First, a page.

Steve Jobs didn’t just create products, he created consumer identities. Sure, he changed the way we listen to music, chat on the web, talk on the phone and a whole hosts of other things, but what I think is so remarkable is that he changed the way we express who we are through the technology we own. Are you a Mac or a PC? Do you have an iPhone or a Blackberry? These are questions that tell us as much about one’s identity as some of the questions on the national census report.
The first time the name Mac(intosh) took on a meaning that meant more to me than “lackluster computers that geeks like” I was at a summer journalism camp at Ball State University. I decided to take a course in page design and thus had my first in-depth encounter with an Apple computer (and consequently Adobe products). It was love at first crash. Back then, Macs were different beasts. They were big and clunky machines; there were zip disks & drives, lots of crashes met with that error message with the bomb (the equivalent of today’s spinning wheel of death) and many nights spent scouring autosave vaults for files that you’d likely end up spending the next six hours recreating. But somehow, instead of swearing off Macs forever, you felt like you’d just been hazed in to Mac fraternity. Suddenly PC’s didn’t seem like better products at all. You began to enjoy the window-less operating system, you began to feel superior to your friends who’s PC’s told them what to do instead of the opposite.
As Mac products improved, I became a die-hard user. Each time a new product came out, I felt like it was made just for me, like the people at Mac had been in the lab with me that time I lost the whole front page of the paper an hour before it needed to go to print, they had heard my expletives and they had fixed it for me. That’s the magic of Steve Jobs Apple Fraternity, he kept innovation and the forefront of the company and was never afraid to pick a starting point and then continue to improve. And improve they absolutely did.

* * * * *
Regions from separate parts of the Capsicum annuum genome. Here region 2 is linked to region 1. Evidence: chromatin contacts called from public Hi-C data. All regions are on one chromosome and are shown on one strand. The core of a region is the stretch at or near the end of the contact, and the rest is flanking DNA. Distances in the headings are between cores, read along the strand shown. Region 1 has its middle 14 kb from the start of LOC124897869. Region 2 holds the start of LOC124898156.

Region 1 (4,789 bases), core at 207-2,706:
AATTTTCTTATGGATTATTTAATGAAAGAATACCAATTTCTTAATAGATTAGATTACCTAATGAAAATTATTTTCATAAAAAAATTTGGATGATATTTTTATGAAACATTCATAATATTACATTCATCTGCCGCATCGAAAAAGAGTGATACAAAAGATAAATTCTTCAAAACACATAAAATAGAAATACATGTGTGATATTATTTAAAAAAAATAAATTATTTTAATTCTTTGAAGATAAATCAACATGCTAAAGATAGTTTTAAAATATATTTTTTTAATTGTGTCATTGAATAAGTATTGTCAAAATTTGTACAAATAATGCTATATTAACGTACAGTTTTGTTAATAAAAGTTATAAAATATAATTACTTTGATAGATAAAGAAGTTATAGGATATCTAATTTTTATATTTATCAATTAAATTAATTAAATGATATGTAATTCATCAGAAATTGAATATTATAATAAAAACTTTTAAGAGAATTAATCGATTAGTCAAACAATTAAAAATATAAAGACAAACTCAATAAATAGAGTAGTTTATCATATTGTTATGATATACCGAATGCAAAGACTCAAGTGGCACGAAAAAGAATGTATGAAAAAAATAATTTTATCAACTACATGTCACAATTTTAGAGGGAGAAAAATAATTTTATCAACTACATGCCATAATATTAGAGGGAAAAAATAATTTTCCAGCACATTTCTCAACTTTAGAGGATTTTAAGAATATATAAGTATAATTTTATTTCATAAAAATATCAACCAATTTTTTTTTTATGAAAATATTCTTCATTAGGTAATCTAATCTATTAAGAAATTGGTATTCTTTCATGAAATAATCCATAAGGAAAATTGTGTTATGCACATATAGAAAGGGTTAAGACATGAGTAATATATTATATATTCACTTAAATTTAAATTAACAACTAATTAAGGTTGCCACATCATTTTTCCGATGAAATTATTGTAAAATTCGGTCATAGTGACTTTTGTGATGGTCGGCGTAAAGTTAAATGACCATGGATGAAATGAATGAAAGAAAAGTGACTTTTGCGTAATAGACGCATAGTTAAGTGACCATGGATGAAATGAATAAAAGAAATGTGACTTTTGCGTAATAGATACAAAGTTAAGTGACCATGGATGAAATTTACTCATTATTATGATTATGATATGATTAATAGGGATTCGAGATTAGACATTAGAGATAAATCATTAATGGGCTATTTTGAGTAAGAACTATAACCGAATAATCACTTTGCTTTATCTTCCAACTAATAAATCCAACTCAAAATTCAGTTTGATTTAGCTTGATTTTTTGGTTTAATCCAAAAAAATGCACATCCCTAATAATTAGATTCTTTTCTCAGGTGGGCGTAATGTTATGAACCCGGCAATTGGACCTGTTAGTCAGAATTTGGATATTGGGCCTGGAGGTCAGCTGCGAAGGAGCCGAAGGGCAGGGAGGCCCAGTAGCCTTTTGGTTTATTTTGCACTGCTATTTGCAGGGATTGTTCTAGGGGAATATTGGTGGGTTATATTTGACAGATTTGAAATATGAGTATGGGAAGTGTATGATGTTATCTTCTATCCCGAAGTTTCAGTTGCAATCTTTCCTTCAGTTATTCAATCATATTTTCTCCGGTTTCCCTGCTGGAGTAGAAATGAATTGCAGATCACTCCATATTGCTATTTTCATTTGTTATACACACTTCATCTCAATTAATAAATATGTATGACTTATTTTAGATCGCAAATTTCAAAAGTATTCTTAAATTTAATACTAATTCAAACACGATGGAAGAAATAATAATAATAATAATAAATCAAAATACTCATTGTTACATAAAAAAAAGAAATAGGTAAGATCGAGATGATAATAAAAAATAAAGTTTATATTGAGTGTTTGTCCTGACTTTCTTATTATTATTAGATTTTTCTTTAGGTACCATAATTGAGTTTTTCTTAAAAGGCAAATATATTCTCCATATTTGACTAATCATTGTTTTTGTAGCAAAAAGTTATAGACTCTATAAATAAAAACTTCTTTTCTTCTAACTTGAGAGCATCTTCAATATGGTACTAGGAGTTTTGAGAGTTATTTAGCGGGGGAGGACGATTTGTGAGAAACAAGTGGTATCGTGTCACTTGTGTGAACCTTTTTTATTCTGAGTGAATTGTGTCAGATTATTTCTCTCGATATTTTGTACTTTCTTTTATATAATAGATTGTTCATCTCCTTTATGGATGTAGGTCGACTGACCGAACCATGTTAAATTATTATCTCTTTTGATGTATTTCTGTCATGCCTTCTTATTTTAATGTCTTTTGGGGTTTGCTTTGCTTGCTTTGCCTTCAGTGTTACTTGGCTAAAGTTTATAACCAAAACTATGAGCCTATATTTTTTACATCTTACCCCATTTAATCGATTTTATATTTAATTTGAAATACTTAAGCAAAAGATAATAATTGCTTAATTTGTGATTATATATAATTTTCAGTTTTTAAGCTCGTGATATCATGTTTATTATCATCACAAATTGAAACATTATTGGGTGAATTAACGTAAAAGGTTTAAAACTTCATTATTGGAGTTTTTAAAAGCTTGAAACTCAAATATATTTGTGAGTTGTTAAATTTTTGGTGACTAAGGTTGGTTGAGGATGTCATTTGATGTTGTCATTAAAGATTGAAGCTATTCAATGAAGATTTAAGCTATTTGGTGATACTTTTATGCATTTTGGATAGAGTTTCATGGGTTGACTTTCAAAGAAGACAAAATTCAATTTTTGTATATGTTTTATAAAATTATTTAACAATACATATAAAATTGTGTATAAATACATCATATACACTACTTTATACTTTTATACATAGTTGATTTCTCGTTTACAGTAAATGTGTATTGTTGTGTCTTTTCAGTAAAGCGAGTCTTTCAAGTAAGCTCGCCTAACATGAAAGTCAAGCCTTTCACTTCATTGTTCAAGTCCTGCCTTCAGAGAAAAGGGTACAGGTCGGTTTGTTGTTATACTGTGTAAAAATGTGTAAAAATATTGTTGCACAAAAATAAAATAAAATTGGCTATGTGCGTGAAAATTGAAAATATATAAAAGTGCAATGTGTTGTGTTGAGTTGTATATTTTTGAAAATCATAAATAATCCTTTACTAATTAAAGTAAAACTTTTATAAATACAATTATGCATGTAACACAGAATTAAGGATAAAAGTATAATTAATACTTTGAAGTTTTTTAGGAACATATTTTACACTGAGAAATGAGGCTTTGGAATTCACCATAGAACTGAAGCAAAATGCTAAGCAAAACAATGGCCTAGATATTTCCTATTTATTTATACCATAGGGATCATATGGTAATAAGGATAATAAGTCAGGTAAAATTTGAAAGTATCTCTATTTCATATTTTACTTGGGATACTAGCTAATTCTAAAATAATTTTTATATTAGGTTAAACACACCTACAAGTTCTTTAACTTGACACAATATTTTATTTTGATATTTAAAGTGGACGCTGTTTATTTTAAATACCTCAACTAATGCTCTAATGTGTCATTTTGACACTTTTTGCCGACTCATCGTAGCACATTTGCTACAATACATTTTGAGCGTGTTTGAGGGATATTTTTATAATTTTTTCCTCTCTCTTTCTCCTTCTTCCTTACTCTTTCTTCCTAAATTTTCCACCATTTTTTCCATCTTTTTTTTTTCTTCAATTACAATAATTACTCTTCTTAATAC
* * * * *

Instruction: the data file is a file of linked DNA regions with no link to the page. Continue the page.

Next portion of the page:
I was the proud owner of a first generation iPod. I think back on it, with those four buttons at the top and that circle-dial thingy, its Game-Boy like screen that only listed songs. In comparison to the iPod’s of today it seems laughable, but in 2002 when I pulled it out of my bag on an airplane, the grown man next to me gasped and said “can I see that?” That was (and still is) the incredible thing about Steve Job’s innovation; it compelled you to just reach out touch it. Likewise, I remember sitting in a Starbucks in 2005 and pulling out my Powerbook G4 and the gentlemen sitting across from me stuttering in to his cell-phone. He caught his breath and then apologized to whomever he was speaking and said, “Sorry, someone just took out the computer of my dreams.” That’s how I felt just last year when I first held the iPad.
Steve Job’s legacy is vast. He will be remembered as an innovator, visionary and tremendous business leader. But what I will take from Steve Jobs is a story of transparent growth. His willingness to introduce a product and then improve upon it in front of our very eyes is a tremendous testament to his strength and courage. I can only hope that I can mirror that behavior in my life. Just imagine, if we all said, “here’s my starting point, now help me grow to the next level”, and did this continuously throughout our lives. Sure the criticism would be tough, and the journey difficult, but eventually you’d grow from being a 1998 iMac into a 2011 iPad and I think that’s pretty cool. I’m proud to say I’m some version of a Mac; we’ll see where I end up.